A herniated disc in the upper back is not a typical diagnostic finding, since the upper thoracic spine is so very strong and stable.
The discs in the middle and upper back regions do not endure the same degree of abuse as those located in the more mobile areas of the vertebral column.
However, extreme trauma to this region can cause a variety of muscular and spinal injuries, including bulging or herniated discs, in rare circumstances.
This article will explore the incidence of thoracic disc pathologies and will discuss why herniations in the upper back are unlikely to be sourced from the usual spinal aging processes.
The upper thoracic spine is not subject to the constant vertebral movement imposed upon the cervical and lumbar regions. Therefore, the thoracic region is less likely to suffer spinal osteoarthritis and degenerative disc disease than the more mobile areas of the spinal column.
This fact makes herniated discs, which are caused by degenerative changes, far less likely to occur in the upper and middle back regions.
Direct trauma to the upper back can still cause a thoracic herniated disc to occur. While the upper spinal column is strong and structurally resilient, it can not accept unlimited force without being damaged.
Car accidents, severe falls and some sports accidents might create the ideal circumstances for an upper back injury to occur.
Luckily, even in the worst case scenario, in which a thoracic disc suffers a herniation, the condition is likely to heal 100%, even if no treatment is provided.
Best of all, the thoracic spine generally recuperates even faster than other spinal regions, since it is not put under inordinate stress during the healing process.
Read more about thoracic herniated disc causes.
Below are discussions focused on explaining thoracic disc pathologies:
Herniated discs in the middle back are even less common than herniations in the upper thoracic region.
Thoracic herniated disc diagnosis is usually accomplished via MRI testing, although CT scan is a good economical alternative.
Thoracic herniated disc injury is the primary reason why herniations occur in the upper and middle back regions.
Thoracic herniation pinched nerves might occur when a nerve root is compressed within the foraminal space or extraforaminally.
Thoracic herniated disc exercises might seem like a strange recommendation, but exercise can be very effective for relieving symptoms.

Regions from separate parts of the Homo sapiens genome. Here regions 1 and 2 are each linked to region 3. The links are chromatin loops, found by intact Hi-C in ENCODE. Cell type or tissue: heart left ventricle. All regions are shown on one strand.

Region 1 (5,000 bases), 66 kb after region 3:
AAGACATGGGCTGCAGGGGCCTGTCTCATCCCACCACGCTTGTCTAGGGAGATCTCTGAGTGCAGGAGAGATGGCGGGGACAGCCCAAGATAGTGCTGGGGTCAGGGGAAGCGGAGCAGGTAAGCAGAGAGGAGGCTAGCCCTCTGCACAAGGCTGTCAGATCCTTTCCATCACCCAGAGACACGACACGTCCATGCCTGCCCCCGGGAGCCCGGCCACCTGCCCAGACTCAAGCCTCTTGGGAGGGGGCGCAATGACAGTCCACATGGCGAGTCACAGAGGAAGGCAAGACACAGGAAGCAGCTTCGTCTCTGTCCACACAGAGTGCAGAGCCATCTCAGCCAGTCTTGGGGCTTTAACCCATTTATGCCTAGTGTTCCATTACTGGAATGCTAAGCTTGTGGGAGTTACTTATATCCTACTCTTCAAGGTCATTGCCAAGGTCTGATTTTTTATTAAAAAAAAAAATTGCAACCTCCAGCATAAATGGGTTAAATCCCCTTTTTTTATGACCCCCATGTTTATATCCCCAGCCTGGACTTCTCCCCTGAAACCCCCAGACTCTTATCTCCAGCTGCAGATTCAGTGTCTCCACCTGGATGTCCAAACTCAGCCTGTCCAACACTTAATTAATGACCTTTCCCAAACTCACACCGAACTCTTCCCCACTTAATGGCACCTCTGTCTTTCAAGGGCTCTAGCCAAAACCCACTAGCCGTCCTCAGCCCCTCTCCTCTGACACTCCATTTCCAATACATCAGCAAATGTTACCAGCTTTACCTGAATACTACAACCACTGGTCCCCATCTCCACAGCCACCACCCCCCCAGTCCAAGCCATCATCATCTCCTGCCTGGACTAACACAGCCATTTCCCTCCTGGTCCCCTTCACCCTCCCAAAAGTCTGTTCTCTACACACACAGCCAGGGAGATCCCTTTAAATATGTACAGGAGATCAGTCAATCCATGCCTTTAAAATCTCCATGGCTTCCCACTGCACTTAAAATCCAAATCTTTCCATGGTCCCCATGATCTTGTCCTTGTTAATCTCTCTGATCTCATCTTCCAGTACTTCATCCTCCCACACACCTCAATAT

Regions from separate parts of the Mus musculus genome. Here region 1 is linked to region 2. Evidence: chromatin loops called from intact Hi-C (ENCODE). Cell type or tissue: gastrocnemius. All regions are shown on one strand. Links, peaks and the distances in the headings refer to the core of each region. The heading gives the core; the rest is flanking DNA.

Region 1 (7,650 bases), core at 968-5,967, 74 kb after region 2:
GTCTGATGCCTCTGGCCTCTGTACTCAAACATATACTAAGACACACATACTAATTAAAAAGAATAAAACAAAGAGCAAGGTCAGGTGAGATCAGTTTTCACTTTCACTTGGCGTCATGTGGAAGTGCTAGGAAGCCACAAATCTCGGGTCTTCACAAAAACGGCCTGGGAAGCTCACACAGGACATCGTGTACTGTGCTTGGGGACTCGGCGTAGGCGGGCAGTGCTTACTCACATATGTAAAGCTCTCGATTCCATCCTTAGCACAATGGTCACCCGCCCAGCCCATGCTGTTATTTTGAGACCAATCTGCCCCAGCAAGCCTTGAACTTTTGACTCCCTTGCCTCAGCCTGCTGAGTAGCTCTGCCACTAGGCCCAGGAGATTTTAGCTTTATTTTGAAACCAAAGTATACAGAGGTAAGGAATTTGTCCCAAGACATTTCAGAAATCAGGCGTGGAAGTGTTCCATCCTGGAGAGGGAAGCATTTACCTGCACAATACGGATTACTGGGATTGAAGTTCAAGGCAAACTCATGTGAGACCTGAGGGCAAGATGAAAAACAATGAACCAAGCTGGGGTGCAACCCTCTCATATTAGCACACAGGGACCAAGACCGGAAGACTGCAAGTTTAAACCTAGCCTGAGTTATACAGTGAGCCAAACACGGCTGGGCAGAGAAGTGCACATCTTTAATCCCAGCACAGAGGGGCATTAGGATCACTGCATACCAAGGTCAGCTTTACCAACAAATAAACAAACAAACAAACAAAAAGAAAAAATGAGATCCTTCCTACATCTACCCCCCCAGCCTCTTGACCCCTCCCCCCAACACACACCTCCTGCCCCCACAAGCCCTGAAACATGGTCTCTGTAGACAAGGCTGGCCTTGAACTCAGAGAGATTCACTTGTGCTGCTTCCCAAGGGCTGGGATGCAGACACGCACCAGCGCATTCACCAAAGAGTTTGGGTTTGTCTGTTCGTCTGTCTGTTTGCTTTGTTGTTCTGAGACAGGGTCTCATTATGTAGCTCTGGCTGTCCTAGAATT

Upper back injuries often entail pain in the middle spinal area and radiating pain in between the shoulder blades. Most upper back pain syndromes involve the muscles, tendons and ligaments in the back, not the actual spinal structures.
All of these types of injuries can be painful and debilitating; preventing full usage of the shoulders, arms and hands. Some of these pain syndromes can even affect the movement of the neck and head.
Herniated discs in the thoracic region might be acutely painful when they first occur, although this discomfort might be identical to virtually any other upper back injury.
It is important to get a complete medical exam, if you suspect a spinal disc or vertebra has been injured. An MRI or CT scan will be able to diagnose the exact location and severity of damage to any spinal structures.
Radiating pain in the shoulders, lower back, arms, hands, neck or head will typically indicate neurological involvement, but this does not always indicate the presence of a herniated disc. General inflammation from any injury can affect the nerves in the upper back, as can the enigmatic occurrence of ischemia upper back pain.
Read more about thoracic herniated disc symptoms.
Chronic upper back pain is a rare event which rarely affects patients due to minor structural changes, but may instead be caused by a psychosomatic back pain condition. It would take severe and permanent spinal damage to enact a lasting painful condition in the upper back area. While this does occur in rare instances, it is certainly not characteristic of the common complaint of persistent upper back pain which does not correlate to specific structural damage.
Persistent mindbody symptoms are more often caused by an oxygen deprivation syndrome and can endure despite treatment for many years. If you have treatment resistant thoracic agony, I highly recommend considering knowledge therapy as a possible solution to your pain problem. This therapy works very well to get to the actual source of symptoms and can succeed time and time again when traditional medical or complementary medical modalities have failed.
Of course, if you have a known anatomical defect in the thoracic spine, such as a serious herniation known to be causing spinal or foraminal stenosis, then this advice will not prove helpful.
In these circumstances, investigate indicated therapy options with your neurologist and always focus on finding a solution which will resolve the structural issue responsible for causing the pain, rather than simply treating the pain itself.